Notice that both passages employ essentially the same argument; that is, both appeal to the freedom to associate or not to associate, as well as to the principle that what people have a right to do singly they also have a right to do in combination.

But one author employs these arguments on behalf of the rights of labour, while the other author employs them on behalf of the rights of business. So which left-wing libertarian wrote the first passage, and which right-wing libertarian wrote the second?

Okay, guessing’s over; you can peek.

Here’s the defender of unions.

And here’s the defender of trusts.

I leave the moral as an exercise for the reader.

An Observation

The first rule of Fight Club violates the first rule of Fight Club.

I’m just sayin’.

G. I. Justice

[cross-posted at Liberty & Power]

The government gives us our rights.

Or so many Americans have been taught to believe.

Alexander Hamilton Now the authors of the U. S. Constitution were far from perfect – to put it mildly. But they would never have dreamed of claiming that they were giving people rights. Alexander Hamilton, for example, wrote that

natural liberty is a gift of the beneficent Creator to the whole human race, and that civil liberty is founded in that; and cannot be wrested from any people, without the most manifest violation of justice. Civil liberty, is only natural liberty, modified and secured by the sanctions of civil society. It is not a thing, in its own nature, precarious and dependent on human will and caprice; but is conformable to the constitution of man ….

The other framers expressed similar sentiments. But nowadays it’s common to hear that the Constitution “gives us” such rights as freedom of the press, the right to a jury trial, and so forth.

Not only does this doctrine promote the deification of the state as something beyond the bounds of ordinary morality, but it also helps to inculcate the idea that – since our rights are government issue rather than rights of humanity – those beyond our borders don’t have the same rights we do.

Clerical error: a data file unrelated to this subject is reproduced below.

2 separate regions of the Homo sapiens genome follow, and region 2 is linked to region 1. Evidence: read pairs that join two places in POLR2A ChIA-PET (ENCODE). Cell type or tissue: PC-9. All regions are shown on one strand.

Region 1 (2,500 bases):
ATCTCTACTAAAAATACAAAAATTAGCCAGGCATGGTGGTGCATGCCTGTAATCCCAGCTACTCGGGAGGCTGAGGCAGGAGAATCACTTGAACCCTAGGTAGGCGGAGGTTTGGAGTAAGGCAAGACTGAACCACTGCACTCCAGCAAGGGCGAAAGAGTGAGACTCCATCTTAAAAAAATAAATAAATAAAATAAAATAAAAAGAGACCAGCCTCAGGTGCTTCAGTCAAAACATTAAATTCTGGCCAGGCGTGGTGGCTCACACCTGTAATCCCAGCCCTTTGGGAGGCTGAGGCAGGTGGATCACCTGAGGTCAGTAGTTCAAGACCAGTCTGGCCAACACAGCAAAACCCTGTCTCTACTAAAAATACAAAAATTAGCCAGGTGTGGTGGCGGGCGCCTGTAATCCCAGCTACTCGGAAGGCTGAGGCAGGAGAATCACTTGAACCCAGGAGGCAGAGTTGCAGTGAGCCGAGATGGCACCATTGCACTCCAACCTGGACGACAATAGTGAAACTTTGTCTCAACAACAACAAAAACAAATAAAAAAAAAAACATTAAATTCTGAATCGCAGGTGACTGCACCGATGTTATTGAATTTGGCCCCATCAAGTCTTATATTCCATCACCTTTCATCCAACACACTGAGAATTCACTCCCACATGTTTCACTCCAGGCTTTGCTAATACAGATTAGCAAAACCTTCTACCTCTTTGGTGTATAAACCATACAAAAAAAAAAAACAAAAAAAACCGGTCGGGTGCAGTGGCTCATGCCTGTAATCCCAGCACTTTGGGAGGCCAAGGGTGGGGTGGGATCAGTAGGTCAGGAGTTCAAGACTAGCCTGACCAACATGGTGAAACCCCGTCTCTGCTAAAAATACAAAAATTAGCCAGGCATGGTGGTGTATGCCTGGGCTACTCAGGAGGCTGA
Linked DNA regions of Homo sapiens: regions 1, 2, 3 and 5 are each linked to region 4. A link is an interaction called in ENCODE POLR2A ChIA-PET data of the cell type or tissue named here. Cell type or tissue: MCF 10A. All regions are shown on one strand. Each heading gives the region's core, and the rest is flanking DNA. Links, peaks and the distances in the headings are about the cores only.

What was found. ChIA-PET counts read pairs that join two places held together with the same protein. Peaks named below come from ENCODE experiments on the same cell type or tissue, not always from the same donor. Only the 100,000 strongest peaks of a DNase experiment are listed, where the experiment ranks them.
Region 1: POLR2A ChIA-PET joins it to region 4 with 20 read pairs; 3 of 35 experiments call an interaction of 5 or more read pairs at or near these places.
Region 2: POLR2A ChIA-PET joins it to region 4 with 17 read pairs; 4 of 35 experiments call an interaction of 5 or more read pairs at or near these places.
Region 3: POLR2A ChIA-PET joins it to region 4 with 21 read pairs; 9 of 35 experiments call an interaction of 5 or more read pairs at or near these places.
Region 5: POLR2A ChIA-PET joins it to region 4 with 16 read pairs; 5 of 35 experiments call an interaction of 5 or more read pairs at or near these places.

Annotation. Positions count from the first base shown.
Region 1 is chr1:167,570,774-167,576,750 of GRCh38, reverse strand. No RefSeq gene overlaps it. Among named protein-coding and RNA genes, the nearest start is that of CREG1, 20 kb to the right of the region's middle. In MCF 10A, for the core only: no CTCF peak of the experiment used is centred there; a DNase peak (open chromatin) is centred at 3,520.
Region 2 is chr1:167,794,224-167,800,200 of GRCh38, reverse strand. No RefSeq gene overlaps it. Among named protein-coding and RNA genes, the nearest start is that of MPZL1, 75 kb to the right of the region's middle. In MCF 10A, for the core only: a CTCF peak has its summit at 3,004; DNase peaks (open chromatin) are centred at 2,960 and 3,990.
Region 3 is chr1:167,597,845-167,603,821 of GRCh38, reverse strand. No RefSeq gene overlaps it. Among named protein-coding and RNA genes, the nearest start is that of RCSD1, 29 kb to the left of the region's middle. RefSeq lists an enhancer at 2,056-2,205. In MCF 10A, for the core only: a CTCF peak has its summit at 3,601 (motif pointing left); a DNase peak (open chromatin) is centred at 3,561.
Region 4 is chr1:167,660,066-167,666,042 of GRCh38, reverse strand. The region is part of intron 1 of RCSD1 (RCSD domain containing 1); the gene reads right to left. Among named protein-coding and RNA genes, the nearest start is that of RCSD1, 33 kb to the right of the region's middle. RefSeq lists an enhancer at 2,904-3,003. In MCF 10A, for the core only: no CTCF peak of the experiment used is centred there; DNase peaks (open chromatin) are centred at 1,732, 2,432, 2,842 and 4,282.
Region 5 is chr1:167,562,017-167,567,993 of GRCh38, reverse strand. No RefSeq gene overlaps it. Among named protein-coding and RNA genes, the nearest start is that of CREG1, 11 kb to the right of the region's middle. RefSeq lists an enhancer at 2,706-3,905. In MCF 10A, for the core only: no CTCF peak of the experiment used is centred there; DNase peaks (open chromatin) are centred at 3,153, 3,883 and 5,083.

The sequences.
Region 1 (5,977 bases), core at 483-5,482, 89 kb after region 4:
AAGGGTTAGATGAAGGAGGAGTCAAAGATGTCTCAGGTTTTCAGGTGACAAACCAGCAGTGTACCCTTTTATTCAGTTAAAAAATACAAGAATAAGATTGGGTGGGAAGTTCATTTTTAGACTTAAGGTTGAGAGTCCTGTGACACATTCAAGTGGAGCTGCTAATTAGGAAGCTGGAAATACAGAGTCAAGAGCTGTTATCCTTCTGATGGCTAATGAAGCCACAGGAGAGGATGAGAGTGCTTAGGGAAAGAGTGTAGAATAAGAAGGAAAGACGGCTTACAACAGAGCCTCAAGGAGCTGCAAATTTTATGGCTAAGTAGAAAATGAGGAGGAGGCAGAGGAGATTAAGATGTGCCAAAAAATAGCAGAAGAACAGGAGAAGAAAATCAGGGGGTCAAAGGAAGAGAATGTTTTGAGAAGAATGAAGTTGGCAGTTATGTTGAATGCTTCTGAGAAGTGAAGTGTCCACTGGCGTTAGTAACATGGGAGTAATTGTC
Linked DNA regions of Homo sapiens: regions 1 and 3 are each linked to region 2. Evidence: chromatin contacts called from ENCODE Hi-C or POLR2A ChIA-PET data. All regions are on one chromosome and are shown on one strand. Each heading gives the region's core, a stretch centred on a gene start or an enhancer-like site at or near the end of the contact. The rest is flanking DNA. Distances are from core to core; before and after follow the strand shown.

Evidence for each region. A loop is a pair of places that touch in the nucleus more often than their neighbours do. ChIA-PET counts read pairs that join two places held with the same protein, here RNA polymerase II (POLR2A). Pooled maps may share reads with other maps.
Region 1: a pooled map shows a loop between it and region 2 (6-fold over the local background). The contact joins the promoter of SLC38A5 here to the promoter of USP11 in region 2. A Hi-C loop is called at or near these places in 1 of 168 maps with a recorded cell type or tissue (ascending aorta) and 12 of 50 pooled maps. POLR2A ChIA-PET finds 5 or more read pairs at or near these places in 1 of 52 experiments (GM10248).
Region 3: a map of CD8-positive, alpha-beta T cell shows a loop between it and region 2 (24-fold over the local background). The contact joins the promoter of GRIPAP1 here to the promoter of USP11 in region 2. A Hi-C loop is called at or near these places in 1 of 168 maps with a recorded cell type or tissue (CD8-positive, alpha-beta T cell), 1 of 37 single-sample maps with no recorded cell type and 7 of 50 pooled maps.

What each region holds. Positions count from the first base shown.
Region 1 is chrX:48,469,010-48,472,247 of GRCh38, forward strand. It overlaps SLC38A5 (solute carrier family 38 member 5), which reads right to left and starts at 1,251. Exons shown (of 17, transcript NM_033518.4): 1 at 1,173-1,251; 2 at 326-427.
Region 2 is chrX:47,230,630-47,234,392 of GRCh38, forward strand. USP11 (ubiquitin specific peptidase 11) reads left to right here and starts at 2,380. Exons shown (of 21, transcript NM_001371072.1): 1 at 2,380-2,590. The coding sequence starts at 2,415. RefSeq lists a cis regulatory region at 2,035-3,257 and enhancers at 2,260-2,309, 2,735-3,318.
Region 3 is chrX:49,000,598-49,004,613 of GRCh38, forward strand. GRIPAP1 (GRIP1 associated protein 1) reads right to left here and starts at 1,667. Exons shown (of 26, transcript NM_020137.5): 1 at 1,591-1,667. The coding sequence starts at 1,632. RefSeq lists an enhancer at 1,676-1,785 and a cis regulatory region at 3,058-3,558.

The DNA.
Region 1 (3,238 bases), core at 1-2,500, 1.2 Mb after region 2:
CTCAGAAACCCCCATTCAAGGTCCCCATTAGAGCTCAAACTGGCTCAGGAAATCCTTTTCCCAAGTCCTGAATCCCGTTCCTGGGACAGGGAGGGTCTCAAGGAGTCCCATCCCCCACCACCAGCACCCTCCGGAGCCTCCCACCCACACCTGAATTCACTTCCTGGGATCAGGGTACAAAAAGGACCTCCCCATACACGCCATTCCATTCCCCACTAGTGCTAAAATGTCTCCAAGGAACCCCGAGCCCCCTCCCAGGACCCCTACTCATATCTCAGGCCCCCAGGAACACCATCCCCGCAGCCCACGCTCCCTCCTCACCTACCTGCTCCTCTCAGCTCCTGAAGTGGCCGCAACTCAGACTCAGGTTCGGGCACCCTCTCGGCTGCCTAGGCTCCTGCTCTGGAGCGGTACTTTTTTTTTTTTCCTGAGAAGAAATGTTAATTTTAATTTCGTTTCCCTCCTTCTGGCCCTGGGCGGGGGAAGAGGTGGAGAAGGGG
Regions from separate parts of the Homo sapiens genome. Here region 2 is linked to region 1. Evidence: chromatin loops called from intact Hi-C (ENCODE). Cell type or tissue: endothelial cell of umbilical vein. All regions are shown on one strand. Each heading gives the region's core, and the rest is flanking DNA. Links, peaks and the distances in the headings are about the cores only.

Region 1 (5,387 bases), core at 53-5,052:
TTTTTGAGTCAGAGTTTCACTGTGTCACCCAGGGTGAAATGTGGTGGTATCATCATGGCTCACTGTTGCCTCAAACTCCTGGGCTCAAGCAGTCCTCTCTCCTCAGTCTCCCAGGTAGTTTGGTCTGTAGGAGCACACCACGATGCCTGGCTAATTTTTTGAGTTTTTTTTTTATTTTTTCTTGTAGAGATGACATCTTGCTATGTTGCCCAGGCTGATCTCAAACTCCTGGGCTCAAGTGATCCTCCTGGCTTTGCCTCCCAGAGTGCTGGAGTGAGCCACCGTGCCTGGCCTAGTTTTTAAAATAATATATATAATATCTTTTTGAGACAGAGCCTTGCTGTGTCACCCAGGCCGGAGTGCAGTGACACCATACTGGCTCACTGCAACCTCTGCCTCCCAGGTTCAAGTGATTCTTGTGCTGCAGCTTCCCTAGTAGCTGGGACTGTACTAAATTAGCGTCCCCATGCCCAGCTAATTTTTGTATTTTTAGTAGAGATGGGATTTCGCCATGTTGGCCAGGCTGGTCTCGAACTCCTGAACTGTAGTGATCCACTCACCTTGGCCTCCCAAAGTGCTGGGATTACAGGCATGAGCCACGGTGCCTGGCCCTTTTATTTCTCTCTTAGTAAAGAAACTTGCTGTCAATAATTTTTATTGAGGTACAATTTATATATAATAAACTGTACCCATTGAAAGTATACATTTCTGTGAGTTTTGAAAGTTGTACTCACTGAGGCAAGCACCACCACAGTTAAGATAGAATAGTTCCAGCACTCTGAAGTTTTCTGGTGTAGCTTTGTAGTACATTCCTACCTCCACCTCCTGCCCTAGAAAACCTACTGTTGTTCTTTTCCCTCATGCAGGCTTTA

Which helps to explain this incident, in which U.S. troops in Iraq crush a taxi by driving a tank over it, in order to punish its driver for “looting wood.” There’s nary a sign in sight of any legal proceedings to determine what counts as looting wood, whether the driver was in fact guilty of this terrible offence, or whether destroying his only means of livelihood was an appropriate response. Nor is there any sign that he was allowed counsel on his behalf. Instead, the soldiers acted as legislators, prosecutors, judges, juries, and executioners, unprofessionally laughing and grinning as they indulged in wanton destruction.

Wouldn’t any one of those soldiers have been outraged if, back in the States, he had been accused of, say, shoplifting and, without any trial, some cops had simply settled things by torching his car?

Ah, but our rights come from the Bill of Rights, that magic piece of paper in Washington, and don’t apply to Iraqis (even though the alleged purpose of U.S. presence in Iraq is precisely to bring “democracy” and “freedom” to the Iraqis).

“But wait,” I may be told, “this is war. You can’t expect the application of legal niceties in wartime.”

But even leaving aside the awfully convenient doctrine that we can escape the burden of respecting people’s human rights simply by going to war against them – isn’t such a response an admission that U.S. troops are, indeed, at war with the Iraqi people? That admission seems to undercut the official story that the U.S. is a friend to the Iraqi people, that it has helped them establish a democratic government, and that it’s just there to help the new government keep the peace.